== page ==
JOHANNESBURG — Swaziland is holding a vote for parliament Friay that politicians say may herald a step toward representative government in sub-Saharan Africa’s last absolute monarchy.
Some political parties are getting around a 40-year ban on their participation in elections by putting forward candidates as individuals so that they can gain influence over policy. The ballot will choose 55 members of the House of Assembly, while King Mswati III will appoint the remaining 10.
“The main aim is to get into parliament because the more seats we get the more people we can influence and drive the party’s mandate,” Archie Sayed, general-secretary of the Swaziland Democratic Party, said in a phone interview. “This may be the first step to multi-party democracy in Swaziland.”
Mswati, 45, this month chose his 14th wife, an 18-year-old beauty pageant contestant. He’s ruled the landlocked nation of 1.4 million people since 1986 and described its political system last month as a “monarchical democracy: a marriage between the monarch and the ballot box.”
The People’s United Democratic Front, or Pudemo, has called for a boycott of the election.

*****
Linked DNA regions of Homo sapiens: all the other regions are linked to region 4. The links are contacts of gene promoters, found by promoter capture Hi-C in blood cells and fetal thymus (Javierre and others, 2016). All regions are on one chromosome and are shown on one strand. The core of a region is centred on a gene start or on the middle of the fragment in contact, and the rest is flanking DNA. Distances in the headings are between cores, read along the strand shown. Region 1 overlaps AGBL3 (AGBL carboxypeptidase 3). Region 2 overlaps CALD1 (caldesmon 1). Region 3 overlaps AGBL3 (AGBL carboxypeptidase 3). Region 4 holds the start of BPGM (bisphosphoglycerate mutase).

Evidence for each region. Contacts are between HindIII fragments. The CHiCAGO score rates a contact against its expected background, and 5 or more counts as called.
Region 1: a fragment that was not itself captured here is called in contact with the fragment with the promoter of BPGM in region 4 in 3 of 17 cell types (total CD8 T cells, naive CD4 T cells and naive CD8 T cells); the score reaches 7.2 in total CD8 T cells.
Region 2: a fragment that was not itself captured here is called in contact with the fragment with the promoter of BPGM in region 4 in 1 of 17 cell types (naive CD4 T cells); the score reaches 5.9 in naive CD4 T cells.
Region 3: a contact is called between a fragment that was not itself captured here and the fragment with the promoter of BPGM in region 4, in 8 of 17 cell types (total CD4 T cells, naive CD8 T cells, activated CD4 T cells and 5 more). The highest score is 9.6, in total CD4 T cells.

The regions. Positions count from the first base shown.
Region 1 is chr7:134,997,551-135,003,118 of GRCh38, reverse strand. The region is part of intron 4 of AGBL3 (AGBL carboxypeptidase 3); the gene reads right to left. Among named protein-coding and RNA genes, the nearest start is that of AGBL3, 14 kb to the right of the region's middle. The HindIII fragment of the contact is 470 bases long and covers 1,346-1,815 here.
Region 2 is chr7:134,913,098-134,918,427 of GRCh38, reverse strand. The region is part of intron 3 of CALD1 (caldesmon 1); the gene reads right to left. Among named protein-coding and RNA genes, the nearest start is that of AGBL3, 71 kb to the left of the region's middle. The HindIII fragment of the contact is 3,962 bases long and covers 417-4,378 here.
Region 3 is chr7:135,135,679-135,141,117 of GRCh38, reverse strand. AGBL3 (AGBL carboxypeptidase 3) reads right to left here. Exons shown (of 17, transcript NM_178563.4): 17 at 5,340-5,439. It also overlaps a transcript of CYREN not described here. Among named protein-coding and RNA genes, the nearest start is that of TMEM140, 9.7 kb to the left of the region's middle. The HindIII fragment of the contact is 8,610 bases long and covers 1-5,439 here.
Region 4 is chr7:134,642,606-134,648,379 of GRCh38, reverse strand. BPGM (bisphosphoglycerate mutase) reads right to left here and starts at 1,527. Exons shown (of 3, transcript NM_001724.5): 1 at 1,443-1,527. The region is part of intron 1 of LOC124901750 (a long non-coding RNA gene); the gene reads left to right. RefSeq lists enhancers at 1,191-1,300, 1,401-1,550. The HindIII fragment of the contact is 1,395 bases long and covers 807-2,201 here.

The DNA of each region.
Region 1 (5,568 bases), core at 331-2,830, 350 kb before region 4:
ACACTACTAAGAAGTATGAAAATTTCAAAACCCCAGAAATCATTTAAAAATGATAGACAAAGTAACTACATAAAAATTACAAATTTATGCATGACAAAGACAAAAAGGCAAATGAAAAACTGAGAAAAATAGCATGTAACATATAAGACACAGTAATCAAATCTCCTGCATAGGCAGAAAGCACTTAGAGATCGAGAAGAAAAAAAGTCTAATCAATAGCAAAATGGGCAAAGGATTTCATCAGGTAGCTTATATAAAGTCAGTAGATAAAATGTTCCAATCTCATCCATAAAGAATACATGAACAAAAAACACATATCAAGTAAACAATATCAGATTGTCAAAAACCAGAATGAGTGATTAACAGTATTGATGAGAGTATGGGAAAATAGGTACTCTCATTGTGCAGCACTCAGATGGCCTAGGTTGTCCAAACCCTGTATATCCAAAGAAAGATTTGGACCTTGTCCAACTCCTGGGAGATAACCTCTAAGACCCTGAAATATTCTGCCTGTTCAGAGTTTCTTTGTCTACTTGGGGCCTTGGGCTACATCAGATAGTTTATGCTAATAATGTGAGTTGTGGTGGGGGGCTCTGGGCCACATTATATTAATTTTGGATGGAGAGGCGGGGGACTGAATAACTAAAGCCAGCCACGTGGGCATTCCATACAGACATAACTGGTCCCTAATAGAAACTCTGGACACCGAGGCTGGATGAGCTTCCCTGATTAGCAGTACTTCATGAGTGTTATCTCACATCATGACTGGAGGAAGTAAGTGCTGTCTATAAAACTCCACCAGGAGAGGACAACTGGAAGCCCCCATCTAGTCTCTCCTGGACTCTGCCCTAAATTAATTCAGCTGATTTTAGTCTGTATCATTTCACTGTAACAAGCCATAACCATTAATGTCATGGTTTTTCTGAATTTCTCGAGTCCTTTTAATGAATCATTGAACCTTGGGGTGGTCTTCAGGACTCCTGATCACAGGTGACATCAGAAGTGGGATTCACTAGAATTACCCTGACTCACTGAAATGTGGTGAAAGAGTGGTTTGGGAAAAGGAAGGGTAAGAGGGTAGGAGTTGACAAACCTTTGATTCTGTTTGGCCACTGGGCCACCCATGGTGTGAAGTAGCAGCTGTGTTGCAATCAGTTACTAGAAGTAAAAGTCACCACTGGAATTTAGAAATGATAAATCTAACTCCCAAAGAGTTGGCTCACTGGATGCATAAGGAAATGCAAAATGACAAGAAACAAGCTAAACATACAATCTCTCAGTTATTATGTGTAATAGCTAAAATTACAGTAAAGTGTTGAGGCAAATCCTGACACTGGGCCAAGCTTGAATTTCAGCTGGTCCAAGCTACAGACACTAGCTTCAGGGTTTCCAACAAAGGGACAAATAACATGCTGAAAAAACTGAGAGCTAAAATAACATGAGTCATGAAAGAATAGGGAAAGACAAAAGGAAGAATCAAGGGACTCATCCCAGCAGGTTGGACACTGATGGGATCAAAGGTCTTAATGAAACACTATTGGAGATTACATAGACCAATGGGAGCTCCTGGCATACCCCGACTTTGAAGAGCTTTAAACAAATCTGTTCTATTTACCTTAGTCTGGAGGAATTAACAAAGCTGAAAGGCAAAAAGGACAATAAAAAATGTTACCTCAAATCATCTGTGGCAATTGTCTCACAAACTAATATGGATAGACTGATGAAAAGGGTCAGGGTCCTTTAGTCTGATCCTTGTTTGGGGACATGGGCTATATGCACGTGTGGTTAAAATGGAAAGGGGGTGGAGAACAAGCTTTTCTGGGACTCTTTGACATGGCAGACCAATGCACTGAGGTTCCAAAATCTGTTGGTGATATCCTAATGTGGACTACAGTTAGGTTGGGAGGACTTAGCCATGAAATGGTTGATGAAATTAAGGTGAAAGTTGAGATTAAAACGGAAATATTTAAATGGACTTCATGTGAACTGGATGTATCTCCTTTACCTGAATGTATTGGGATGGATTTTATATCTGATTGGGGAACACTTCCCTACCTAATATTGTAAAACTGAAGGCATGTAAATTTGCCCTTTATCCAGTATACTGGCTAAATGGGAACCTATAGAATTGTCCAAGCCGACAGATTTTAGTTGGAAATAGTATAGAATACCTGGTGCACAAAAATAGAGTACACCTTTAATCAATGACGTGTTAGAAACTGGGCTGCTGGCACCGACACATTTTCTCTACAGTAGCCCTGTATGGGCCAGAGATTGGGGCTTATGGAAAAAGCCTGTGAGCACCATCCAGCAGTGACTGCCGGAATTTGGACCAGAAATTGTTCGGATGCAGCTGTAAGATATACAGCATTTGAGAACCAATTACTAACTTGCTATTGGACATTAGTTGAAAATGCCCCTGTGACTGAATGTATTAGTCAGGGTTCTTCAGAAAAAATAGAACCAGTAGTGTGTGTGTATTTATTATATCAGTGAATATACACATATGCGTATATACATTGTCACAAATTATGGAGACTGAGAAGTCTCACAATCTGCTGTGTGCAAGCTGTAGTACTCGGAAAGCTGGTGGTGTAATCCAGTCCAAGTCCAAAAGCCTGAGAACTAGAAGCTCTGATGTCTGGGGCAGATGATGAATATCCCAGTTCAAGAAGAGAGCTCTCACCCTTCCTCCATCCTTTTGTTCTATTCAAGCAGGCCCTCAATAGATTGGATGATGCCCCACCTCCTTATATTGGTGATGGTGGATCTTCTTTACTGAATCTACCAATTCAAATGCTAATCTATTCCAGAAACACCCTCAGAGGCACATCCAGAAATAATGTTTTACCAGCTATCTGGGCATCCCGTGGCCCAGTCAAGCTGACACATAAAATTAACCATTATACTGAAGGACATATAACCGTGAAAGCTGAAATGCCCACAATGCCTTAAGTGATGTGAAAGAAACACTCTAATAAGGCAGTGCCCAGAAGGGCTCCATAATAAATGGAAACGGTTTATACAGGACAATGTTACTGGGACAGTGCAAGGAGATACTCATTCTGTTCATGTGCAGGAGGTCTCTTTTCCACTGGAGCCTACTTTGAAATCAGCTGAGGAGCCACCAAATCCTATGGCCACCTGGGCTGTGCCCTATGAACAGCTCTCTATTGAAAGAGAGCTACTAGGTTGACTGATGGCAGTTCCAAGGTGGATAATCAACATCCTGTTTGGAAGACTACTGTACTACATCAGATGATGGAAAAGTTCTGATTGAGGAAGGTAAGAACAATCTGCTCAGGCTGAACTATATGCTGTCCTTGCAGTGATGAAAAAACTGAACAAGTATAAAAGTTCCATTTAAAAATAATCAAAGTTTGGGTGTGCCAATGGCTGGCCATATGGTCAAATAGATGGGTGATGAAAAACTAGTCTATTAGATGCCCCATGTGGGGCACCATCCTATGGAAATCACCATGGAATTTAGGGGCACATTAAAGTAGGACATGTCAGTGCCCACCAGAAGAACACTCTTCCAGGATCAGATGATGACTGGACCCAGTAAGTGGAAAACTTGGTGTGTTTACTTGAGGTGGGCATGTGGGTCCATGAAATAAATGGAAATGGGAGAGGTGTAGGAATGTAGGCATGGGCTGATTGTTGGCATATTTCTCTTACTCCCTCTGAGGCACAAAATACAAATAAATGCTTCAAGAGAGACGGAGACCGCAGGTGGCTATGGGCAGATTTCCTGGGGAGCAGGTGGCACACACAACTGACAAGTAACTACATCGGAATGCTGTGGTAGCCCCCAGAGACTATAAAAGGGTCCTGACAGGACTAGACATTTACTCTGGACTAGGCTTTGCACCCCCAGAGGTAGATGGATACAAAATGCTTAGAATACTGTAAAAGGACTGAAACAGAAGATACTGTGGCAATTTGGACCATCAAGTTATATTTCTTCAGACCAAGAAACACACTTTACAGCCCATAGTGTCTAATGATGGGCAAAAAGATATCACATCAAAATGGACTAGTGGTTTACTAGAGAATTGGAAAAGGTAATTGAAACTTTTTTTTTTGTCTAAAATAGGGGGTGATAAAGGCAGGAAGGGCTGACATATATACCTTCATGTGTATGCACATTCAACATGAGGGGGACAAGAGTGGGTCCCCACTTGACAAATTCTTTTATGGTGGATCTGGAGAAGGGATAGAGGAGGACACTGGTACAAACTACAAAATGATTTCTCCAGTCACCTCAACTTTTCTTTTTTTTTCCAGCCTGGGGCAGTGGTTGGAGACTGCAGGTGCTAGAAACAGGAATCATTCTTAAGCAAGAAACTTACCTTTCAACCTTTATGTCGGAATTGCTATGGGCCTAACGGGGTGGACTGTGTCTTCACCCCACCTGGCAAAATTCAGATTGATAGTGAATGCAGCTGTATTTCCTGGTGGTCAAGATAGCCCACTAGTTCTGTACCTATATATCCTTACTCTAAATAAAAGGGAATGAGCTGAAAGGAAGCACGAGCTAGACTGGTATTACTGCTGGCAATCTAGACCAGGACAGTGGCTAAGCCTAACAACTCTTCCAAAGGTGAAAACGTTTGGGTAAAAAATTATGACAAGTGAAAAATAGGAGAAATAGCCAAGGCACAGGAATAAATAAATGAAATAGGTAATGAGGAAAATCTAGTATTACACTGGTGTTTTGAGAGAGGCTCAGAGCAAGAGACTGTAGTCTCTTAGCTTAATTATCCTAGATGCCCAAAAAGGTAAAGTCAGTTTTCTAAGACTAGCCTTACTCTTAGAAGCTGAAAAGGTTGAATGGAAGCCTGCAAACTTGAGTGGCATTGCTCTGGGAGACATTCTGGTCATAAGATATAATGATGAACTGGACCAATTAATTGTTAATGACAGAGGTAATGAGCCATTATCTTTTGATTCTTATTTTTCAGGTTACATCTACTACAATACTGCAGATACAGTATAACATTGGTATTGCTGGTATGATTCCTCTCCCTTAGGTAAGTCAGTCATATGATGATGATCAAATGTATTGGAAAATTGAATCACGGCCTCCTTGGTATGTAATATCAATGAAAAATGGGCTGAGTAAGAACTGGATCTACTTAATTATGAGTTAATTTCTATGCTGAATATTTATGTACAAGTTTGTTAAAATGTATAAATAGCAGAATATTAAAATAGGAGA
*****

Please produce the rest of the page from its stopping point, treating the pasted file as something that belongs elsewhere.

Swaziland has one of the highest HIV/AIDS rates in the world, with a prevalence of about 26 percent among adults between 15 and 49 years of age, according to the United Nations Program on HIV/AIDS.
The country, which earns most of its foreign currency from sugar exports and depends on transfers from a regional customs union, is struggling to recover from a fiscal crisis. Swaziland is Africa’s fourth-biggest sugar producer after South Africa, Egypt and Sudan.
Neighboring South Africa supplies more than 90 percent of Swaziland’s imports and buys about 64 percent of its exports, according to the World Bank.
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